I had never heard Lucy Dacus before “Addictions” was released as a single off her March 2 album, Historian (Matador). Her 2016 debut went right by me, so the restrained voice I was hearing, backed by this subtly grinding lead guitar and hippity-skippity percussion (and were those horns?) was an utter novelty. “Huh,” I thought. “That’s solid.” Last.fm tells me that I played “Addictions” 30 times in 2018, one of over 150 times I played a song off Historian in my kitchen, in my car, or on the train. I couldn’t stop.
Every song on it is a gem. Elements emerge and then recede, and songs grow inside other songs (the title reference to “Night Shift” doesn’t come until three minutes and 20 seconds into the song, and it’s, like, a whole new thing. The second repetition of it knocks you off your chair). “Nonbeliever” is probably my favorite song of 2018, and its late-verse echo, “everybody else looks like they’ve figured it out” feels like my year’s tagline. For my church music friends, “Pillar of Truth” even has a nod to that ubiquitous praise chorus, “Sanctuary.” I try to avoid hyperbole, but LITERALLY EVERYTHING ABOUT HISTORIAN IS PERFECT.
That’s it, then. The year in music for 2018 ends with the album that dominated what I listened to all year. Here’s to more great music in 2019. Happy New Year, and thanks for reading.
My grown up music wheelhouse is the folk, Americana, and even country of lyrical crooners and brooders. But pop music is my DNA. Synthesizers are in my blood, and big, dramatic vocal hooks are in my bones. Blame it on the top 40 radio countdowns I devoted my weeknights to in junior high.
Here are three albums from 2018 that brought out the aspiring pop star in me.
Death Cab for Cutie fans will resist a “pop” label, but the band is on a major label and gets played on commercial radio. Also (and this didn’t really register for me until I saw them live last month), their gig is shot through with the distortion and despair of mid 80’s new wave that dominated pop radio in the early 80’s. There’s New Order in there, for sure.
Thank You for Today (Atlantic) marks the second consecutive Death Cab album that I’ve flipped for after ignoring their first nine. I think their sound has solidified (or something). Kintsugi was full of heavy guitar riffs, and the vocal distortion was dialed back, and I loved it–all of it. Thank You . . .relies quite heavily on distortion, by contrast, and is more synth-heavy. But the songs are all expertly crafted, lyrically insightful, and deeply enjoyable with repeated listens. “Gold Rush” and “You Moved Away” are the ones I love the most. “60 & Punk” is exactly how to close an album.
Chvrches are Scottish, which puts them even more squarely in the center of my musical panoply. Del Amitri, Frightened Rabbit, The Proclaimers: the Scots do poetic, melodic, angst better than anyone. And while Chvrches, an electronic duo, don’t naturally fit with their guitar strumming countrymen on any kind of list, what they do tickles the same spot, at least for me.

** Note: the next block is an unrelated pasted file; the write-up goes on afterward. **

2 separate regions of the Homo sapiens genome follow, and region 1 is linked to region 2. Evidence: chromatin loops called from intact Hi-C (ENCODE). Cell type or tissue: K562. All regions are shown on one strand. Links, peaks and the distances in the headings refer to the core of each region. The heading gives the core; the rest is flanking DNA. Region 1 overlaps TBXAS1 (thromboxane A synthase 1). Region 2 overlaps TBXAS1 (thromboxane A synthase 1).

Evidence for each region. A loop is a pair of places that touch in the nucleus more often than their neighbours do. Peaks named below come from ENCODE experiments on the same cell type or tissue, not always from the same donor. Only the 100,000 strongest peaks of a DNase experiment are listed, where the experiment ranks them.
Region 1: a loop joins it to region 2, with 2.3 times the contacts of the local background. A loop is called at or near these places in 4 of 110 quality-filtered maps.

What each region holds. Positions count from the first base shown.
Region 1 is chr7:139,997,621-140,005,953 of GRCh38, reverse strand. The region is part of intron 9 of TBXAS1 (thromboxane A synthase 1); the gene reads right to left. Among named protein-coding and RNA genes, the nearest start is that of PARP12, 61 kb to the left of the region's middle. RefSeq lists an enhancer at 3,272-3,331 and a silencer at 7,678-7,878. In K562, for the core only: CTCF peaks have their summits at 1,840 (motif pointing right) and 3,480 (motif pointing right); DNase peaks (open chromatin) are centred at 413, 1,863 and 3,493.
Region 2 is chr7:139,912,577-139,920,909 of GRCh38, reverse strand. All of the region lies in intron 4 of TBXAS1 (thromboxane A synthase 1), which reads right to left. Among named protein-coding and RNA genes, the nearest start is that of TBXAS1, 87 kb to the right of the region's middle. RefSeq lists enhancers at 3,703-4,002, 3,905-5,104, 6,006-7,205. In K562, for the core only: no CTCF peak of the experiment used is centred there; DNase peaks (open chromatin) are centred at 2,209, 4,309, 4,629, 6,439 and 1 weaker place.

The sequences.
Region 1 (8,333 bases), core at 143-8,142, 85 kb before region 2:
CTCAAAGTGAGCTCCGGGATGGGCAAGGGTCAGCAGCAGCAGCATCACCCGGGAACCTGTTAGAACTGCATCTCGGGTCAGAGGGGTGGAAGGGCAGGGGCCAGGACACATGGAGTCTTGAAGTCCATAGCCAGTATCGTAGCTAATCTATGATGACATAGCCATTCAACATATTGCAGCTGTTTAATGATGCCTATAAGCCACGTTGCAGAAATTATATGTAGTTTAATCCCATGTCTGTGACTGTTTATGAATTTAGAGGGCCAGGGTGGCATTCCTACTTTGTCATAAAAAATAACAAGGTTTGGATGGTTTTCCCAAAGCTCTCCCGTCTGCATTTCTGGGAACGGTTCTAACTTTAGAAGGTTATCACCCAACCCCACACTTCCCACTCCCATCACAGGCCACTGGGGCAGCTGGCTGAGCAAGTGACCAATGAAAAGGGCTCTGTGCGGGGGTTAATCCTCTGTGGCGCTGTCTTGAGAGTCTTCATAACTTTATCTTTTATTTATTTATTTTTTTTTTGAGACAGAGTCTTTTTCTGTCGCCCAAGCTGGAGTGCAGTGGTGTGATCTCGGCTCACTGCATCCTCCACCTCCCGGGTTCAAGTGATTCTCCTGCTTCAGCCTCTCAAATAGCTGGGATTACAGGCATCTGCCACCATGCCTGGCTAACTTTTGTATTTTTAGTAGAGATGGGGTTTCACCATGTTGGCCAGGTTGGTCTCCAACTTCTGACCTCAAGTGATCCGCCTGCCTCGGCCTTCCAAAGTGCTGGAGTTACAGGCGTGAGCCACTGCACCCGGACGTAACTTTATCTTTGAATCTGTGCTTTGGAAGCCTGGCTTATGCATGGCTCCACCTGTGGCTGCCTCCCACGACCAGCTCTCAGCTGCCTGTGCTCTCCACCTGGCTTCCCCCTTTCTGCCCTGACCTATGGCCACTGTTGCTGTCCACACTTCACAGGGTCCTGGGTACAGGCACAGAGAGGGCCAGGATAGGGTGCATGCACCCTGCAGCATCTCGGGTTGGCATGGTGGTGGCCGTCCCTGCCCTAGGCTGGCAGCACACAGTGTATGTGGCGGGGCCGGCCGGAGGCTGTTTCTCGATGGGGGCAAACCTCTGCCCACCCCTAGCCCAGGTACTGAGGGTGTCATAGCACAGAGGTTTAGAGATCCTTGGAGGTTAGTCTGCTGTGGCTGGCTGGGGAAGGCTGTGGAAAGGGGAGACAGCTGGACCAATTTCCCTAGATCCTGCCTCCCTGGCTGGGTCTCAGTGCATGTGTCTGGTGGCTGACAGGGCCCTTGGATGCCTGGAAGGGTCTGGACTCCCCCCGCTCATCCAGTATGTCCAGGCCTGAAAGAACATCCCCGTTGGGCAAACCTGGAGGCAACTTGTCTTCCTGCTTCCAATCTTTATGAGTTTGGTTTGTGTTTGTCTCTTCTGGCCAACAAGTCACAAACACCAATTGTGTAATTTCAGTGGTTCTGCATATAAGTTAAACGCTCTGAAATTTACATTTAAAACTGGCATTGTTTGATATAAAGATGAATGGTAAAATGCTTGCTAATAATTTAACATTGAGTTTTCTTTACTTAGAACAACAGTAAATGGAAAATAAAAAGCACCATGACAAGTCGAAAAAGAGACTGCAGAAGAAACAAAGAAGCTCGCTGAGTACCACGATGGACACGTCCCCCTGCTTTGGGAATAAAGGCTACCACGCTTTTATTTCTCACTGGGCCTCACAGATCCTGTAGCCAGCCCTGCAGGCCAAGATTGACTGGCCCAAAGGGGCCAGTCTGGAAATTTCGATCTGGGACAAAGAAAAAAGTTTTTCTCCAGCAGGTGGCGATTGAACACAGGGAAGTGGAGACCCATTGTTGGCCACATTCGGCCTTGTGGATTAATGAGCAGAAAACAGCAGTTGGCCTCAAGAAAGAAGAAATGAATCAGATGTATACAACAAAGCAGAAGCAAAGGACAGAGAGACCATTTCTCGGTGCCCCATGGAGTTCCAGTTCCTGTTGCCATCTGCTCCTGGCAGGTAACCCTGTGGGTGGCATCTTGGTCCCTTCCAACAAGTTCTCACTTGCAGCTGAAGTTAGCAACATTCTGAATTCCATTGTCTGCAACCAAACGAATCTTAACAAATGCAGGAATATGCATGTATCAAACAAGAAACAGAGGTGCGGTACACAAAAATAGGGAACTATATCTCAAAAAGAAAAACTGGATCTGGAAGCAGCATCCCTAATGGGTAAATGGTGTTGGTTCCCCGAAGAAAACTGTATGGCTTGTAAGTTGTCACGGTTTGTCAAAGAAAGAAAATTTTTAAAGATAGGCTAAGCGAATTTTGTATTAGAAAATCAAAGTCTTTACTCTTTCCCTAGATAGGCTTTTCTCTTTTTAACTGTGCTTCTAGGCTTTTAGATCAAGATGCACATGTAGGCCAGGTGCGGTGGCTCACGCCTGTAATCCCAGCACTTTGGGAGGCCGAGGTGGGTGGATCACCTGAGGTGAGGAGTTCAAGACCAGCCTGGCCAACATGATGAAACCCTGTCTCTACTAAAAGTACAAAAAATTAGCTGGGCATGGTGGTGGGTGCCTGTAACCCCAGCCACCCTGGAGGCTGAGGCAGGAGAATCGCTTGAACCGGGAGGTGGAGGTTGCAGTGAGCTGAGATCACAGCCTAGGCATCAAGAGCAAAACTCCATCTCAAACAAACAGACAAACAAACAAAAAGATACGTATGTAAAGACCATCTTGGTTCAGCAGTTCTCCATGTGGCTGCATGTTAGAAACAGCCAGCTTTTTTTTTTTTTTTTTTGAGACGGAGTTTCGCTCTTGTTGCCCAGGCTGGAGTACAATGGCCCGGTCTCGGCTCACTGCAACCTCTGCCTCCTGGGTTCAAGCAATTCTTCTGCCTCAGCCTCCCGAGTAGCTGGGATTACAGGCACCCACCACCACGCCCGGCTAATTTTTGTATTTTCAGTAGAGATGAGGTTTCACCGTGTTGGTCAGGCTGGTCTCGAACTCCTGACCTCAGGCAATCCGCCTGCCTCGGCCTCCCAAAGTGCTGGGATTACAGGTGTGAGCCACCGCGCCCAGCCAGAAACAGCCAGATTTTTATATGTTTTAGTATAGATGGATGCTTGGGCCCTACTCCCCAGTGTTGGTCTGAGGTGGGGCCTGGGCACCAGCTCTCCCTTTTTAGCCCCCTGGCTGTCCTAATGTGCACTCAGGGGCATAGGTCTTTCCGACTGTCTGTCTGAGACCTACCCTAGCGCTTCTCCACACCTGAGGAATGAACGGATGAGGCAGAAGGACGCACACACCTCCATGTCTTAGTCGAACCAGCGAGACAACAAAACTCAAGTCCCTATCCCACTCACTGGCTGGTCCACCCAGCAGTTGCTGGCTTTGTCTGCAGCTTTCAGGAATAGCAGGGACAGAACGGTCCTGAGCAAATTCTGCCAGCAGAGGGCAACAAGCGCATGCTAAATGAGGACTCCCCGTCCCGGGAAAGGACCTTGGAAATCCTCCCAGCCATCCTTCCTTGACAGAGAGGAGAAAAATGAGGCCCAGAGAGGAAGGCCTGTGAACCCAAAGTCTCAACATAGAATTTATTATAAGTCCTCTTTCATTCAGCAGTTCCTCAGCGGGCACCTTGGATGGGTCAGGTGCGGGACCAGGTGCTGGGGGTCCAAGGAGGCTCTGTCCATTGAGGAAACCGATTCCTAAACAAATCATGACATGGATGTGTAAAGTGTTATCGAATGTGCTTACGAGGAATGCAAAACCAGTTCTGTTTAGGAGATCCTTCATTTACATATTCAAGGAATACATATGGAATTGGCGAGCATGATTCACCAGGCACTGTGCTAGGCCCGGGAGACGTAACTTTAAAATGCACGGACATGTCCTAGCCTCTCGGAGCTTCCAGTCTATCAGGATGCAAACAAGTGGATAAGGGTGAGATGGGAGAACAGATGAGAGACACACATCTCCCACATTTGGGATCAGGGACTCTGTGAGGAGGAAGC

Love Is Dead (Glassnote) is Chvrches third major studio album. It does what its predecessors did, so much so that it took me months to really get around to it. What I mean is that listening to and loving a Chvrches album doesn’t feel like discovery. It’s the leftover pizza you’re saving in the fridge as you experiment with that risotto recipe in the cookbook you got for Christmas. You know it’s going to be satisfying, so you can wait for it.
If you like layered synthesizers and sweeping choruses, Love Is Dead is for you. Start with the refrain-fueled “Never Say Die” and then move to “Graves,” which will make you wonder what you’re doing with your life (“You can look away/while they’re dancing on our graves/but I will stop at nothing”).
In 2014 I fell hard for TV En Francais, a pop rock album by a duo from Claremont, CA (where I was living) called We Are Scientists. They made another album in 2016, but my life was too garbled up with a move to spend any time with it. So when they started releasing singles from a new album in 2018, I made sure to add them to my library. Then the album was released in late April.
I remember taking the scenic route to work that morning to enjoy the early summer Chicago sun and spin all 31 minutes of Megaplex (100% Records). Song after song got added to my “2018 Radio” playlist–songs I want to keep. These soaring choruses and lead guitar riffs, these synthesizers and . . . wait for it . . . claptracks! It starts with the lead track, “One In, One Out,” and marches straight through “Notes In A Bottle” (the guitar solo on that song is 10 bars of Def Leppard-worthy goodness) all the way “Properties of Perception” at the end. When it’s over you naturally start it all over again.
Alright, there’s one more of these music of the year posts to go. It only has one album on it, the one that stood out, out, out for me as the biggest musical revelation of the year. Look for that on Monday.
Amos Lee’s My New Moon (Dualtone) has some absolute gems on it, like “Louisville,” “Crooked,” and the first single released from the album, “No More Darkness, No More Light.” It’s on the strength of those three records that I recommend this album, but the other eight on the album don’t disappoint. In the end it’s a smidge uneven, but My New Moon is my favorite Amos Lee project since his 2005 debut.